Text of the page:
U.S. Supreme Court declares sentences of life without parole unconstitutional for non-homicide juvenile offenders
This week, the United States Supreme Court declared some of the country's harshest sentences for children as unconstitutional "cruel and unusual" punishment. While the decision, Graham v Florida, does not go as far as children's rights advocates had hoped, it does make clear that the notoriously severe prison sentences children face on the federal level and in many of the fifty states have again crossed the boundaries of human decency.
The facts of the case date back to 2004 when Graham, a 17-year-old, was convicted of armed burglary and attempted armed robbery while on probation for similar past offenses. Although no lives were lost at any point during or as a result of Graham's actions, the prosecutor sought and the judge ordered that Graham spend the rest of his life incarcerated, the maximum sentence authorized under Florida law. Because Florida has abolished its parole system, this sentence offered Graham no hope for release and the prospect of spending sixty, seventy, eighty or even more years in prison.
While many prisoners in the United States will continue to face the possibility of a lifetime behind bars for offenses they committed as children, on Monday this prospect was deemed too dim to justify Graham's sentence or that of any other non-homicide juvenile offender.
After ending the execution of juvenile offenders in 2005, Court goes one step further
The Graham decision is in many ways a follow-up to the Court's 2005 decision in Roper v Simmons, which put an end to the execution of prisoners who were under the age of 18 at the time they committed an otherwise capital offense.
Much like in Roper, the Supreme Court made much of research presented by Graham's attorneys showing that juveniles are fundamentally different from adults both in terms of their culpability and their capacity for rehabilitation. Because children are different, the reasoning goes, perhaps the criminal justice system should treat them differently.
What the decision does
According to research from the Public Interest Law Center at Florida State University and the Supreme Court's own independent research, there are currently 129 non-homicide offenders who have been sentenced to Juvenile Life Without Parole (JLWOP). The majority, like Graham, are in Florida, with the rest spread across ten states and the federal system.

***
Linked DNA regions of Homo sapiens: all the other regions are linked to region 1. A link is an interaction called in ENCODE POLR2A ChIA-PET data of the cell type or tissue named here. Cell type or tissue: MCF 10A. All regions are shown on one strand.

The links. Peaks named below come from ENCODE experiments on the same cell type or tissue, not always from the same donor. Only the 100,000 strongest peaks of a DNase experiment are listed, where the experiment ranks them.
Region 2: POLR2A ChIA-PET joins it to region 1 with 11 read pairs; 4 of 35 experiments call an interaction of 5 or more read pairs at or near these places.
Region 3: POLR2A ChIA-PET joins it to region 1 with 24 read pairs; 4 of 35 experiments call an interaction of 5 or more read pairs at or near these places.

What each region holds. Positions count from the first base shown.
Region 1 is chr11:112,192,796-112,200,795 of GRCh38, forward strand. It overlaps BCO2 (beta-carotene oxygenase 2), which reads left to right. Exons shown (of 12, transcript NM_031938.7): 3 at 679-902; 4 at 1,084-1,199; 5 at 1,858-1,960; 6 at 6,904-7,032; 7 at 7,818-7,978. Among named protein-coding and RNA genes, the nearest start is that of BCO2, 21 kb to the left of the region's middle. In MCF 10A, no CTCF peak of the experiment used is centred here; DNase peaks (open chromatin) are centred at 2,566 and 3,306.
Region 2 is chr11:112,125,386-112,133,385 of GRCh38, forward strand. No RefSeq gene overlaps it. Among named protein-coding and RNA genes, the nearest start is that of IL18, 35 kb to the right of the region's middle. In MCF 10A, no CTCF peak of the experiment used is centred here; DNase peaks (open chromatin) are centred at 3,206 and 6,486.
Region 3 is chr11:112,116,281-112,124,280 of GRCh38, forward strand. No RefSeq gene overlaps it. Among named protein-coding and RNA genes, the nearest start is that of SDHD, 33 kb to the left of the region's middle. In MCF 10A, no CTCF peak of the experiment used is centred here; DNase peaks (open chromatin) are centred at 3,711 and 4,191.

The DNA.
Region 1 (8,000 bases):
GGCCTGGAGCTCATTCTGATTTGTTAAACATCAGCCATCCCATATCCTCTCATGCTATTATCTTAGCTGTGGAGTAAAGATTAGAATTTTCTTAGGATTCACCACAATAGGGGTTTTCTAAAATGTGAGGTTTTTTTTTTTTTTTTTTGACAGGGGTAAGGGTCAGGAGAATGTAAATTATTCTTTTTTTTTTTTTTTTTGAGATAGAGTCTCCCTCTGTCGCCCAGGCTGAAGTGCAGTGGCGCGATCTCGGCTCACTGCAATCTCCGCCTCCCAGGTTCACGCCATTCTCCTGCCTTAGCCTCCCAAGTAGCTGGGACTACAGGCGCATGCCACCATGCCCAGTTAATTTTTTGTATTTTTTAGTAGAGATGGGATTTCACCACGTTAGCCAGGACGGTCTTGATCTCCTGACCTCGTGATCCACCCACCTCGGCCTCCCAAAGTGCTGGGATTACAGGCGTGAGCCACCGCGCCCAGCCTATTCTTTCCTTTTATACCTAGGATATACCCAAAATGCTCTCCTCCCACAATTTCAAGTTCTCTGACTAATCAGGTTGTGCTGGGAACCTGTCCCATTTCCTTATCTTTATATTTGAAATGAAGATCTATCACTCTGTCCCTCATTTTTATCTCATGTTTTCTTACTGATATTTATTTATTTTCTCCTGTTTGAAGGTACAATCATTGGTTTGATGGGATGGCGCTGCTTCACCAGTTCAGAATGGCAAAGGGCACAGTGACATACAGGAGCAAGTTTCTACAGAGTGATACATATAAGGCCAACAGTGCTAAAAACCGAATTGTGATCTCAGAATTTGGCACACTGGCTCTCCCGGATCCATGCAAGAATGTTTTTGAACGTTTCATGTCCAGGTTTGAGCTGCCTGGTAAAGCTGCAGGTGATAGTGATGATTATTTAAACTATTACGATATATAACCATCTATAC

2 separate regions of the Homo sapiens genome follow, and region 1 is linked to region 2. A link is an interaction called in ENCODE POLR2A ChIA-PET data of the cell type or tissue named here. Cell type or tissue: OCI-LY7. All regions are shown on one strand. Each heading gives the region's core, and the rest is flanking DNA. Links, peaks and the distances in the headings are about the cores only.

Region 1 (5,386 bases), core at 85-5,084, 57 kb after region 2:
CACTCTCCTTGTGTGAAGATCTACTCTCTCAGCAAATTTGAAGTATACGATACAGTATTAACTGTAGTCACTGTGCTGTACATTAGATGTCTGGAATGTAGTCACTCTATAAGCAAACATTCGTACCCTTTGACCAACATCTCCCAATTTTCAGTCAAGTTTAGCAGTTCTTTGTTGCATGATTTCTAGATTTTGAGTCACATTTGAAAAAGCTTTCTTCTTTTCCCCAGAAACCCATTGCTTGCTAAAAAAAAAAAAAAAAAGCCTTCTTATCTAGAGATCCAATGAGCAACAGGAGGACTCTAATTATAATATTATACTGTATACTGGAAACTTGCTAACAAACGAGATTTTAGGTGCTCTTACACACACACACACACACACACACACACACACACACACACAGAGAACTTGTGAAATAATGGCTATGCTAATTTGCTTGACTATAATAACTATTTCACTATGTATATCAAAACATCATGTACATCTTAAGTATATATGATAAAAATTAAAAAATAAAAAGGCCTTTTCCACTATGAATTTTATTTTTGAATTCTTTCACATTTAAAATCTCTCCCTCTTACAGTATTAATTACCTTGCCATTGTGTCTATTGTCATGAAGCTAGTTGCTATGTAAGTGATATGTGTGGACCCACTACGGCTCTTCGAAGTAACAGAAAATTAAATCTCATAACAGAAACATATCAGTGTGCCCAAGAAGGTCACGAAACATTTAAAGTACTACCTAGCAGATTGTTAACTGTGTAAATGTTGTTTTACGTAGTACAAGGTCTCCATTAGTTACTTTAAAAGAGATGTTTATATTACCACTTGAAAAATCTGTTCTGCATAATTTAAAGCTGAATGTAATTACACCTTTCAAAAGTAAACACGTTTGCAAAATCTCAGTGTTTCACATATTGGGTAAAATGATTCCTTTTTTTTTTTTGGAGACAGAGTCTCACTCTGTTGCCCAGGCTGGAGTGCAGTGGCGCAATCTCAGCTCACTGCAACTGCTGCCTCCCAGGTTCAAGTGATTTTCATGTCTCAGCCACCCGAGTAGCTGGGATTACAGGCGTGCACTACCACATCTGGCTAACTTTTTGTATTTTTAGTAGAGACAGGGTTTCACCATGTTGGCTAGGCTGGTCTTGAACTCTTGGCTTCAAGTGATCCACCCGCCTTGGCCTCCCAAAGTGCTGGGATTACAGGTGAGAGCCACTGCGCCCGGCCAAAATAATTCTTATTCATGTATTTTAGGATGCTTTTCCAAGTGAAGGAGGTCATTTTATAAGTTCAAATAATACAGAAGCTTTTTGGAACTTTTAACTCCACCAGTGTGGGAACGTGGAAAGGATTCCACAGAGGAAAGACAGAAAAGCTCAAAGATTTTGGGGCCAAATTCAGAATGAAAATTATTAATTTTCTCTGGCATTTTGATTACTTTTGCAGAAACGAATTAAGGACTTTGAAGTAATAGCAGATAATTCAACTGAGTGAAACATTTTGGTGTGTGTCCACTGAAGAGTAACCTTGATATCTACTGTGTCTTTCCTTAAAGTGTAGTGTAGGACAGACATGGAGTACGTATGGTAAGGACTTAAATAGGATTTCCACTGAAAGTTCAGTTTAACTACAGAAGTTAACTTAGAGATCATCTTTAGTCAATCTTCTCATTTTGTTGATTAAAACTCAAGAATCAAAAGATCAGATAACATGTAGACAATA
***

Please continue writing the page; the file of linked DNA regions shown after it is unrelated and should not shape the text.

In Graham, the Court notes the flaws in Florida's criminal justice system that make injustice all too common. As a particularly outrageous example, the Court discusses the case of Joe Sullivan, now 33 years old, who was tried as an adult and sentenced to JLWOP for a sexual assault committed when he was just 13. Sullivan's appeal was heard by the Court on the same day as Graham's, and - although the Court dismissed that case on other grounds – its verdict on the legality of Sullivan's sentence remains clear.
Now that JLWOP has been found unconstitutional for non-homicide offenders across the United States, Graham, Sullivan, and the 127 other similarly situated juvenile offenders no longer face a guaranteed life behind bars. And in what may lay the groundwork for future sentencing challenges, state and federal judicial and legislative systems have been told once again that they have reached beyond the acceptable limits of "tough on crime" juvenile justice policies.
What the decision does not do
While the Graham decision will no longer allow states to lock the door and throw away the key for non-homicide juvenile offenders, it also does not require states to release these offenders at any time in the near or even distant future.
Indeed, all that is required is that states "give defendants like Graham some meaningful opportunity to obtain release based on demonstrated maturity and rehabilitation." The Court expressly clarified that its ruling "does not require the State to release that offender during his natural life." Since it will be up to each system to determine exactly how to review life sentences for juvenile offenders, it is entirely plausible that none of the 129 persons now serving JLWOP for non-homicide offenses will ever be released.